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Old 07-23-03, 09:22 AM   #35
extreme_dB
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Join Date: Jun 2003
Posts: 337
Default Re: Re: Re: Re: Re: Re: Re: Re: Re: Unreal 'optimization' a non-issue?

Quote:
Originally posted by Ruined
Well what about the Doom3 UltraShadow example? Not drawing shadows that are out of the line of sight is something that Raedon cards should be able to handle, but they will not be able to do so in their drivers since Nvidia has patented the technology, a technology that will likely be application specific and rely on drivers for this subjectively non-discernable optimization - there certainly isn't an 'ultrashadow chip' on nvidia cards. There is no option to disable Ultrashadow either. Is this new feature also a big problem?
Can you explain why the 9800Pro was faster than the 5900U in Doom3 high-quality mode wih older, unoptimized drivers that only used half its memory? The 9800Pro is competitive with a lower clock and less memory bandwidth. Does ATI's architecture sound less impressive when it's even rendering at higher precision?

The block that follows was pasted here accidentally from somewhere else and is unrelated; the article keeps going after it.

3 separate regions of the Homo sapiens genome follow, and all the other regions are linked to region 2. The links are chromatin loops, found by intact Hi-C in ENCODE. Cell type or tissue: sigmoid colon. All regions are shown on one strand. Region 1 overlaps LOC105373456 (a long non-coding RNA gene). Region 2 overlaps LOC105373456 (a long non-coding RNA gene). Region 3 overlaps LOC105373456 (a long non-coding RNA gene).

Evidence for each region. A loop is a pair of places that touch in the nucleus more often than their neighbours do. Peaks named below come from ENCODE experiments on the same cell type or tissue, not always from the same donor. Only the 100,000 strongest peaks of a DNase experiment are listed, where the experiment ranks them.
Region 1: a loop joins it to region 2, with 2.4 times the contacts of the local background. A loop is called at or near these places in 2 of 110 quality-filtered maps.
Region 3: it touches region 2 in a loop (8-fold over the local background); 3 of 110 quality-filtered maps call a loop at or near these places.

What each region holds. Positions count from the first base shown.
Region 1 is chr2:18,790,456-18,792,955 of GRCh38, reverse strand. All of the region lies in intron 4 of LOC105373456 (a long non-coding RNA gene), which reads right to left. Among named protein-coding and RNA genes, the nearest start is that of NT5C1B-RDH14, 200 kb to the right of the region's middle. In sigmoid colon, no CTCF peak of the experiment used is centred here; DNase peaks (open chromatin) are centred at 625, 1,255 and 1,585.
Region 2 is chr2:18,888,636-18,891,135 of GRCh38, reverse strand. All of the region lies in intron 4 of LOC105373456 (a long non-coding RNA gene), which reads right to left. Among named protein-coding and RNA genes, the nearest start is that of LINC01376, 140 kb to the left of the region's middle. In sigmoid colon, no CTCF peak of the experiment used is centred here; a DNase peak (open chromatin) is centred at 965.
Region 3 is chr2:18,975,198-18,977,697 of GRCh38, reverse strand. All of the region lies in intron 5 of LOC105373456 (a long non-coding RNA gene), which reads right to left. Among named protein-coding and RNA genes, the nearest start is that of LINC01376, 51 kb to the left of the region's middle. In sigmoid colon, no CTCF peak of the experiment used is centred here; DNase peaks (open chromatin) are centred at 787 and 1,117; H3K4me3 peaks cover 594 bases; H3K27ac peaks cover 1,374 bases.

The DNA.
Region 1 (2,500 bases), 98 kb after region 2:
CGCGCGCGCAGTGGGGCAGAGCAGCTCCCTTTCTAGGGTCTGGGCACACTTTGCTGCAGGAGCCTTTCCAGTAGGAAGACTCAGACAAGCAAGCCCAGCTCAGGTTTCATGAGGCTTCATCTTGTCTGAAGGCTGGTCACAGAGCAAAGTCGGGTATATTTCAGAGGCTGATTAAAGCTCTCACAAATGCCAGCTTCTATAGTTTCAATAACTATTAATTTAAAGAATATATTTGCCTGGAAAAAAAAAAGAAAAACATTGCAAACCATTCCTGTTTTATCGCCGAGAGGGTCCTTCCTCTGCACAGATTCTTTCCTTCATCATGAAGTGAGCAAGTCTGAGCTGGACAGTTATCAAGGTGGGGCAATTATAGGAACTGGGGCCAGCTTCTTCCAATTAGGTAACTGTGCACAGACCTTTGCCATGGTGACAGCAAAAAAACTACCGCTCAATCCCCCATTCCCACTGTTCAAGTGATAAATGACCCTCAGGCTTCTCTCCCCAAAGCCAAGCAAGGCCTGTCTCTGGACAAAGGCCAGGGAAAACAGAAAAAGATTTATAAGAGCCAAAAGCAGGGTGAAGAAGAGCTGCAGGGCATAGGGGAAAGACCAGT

Anyway, the argument you brought up is irrelevant. It doesn't matter what method an architecture uses to render an image. What does matter is that it's rendering what an application asks to the best of its ability (you'd know its limitations before you buy it) and that you're not being artificially limited by what you can do to finetune the image to your liking. If ultrashadow has zero effect on IQ, then there's no need to enable a user-option for it if it's only beneficial.

Nvidia advertises FP32 and cinematic computing, but then does everything they can to lower precision so it runs acceptably on their architecture. The NV30-34 goes below the industry-standard DX9 requirement for full-precision by translating everything to half-precision. This is the kind of thing we're talking about.

ATI does not advertise FP32 and then fail to deliver it. ATI did falsely advertise supersampling and piss off a lot of people, but they're not fooling people by making them think that SSAA is actually now available and then doing something else when the user selects it, as what Nvidia is doing with trilinear filtering.

Nvidia misleads reviewers by demonstrating that they do full trilinear with a synthetic test, all the while having it disabled in UT2003. Most consumers wouldn't notice if it hadn't been discovered by certain people investigating IQ. The fact that it's not noticeable is not the point. Most (all?) people didn't notice the Quack issue either until Nvidia tipped off review sites. ATI users wouldn't be aware that the IQ is supposed to be better than it actually was.

Last edited by extreme_dB; 07-23-03 at 09:27 AM.
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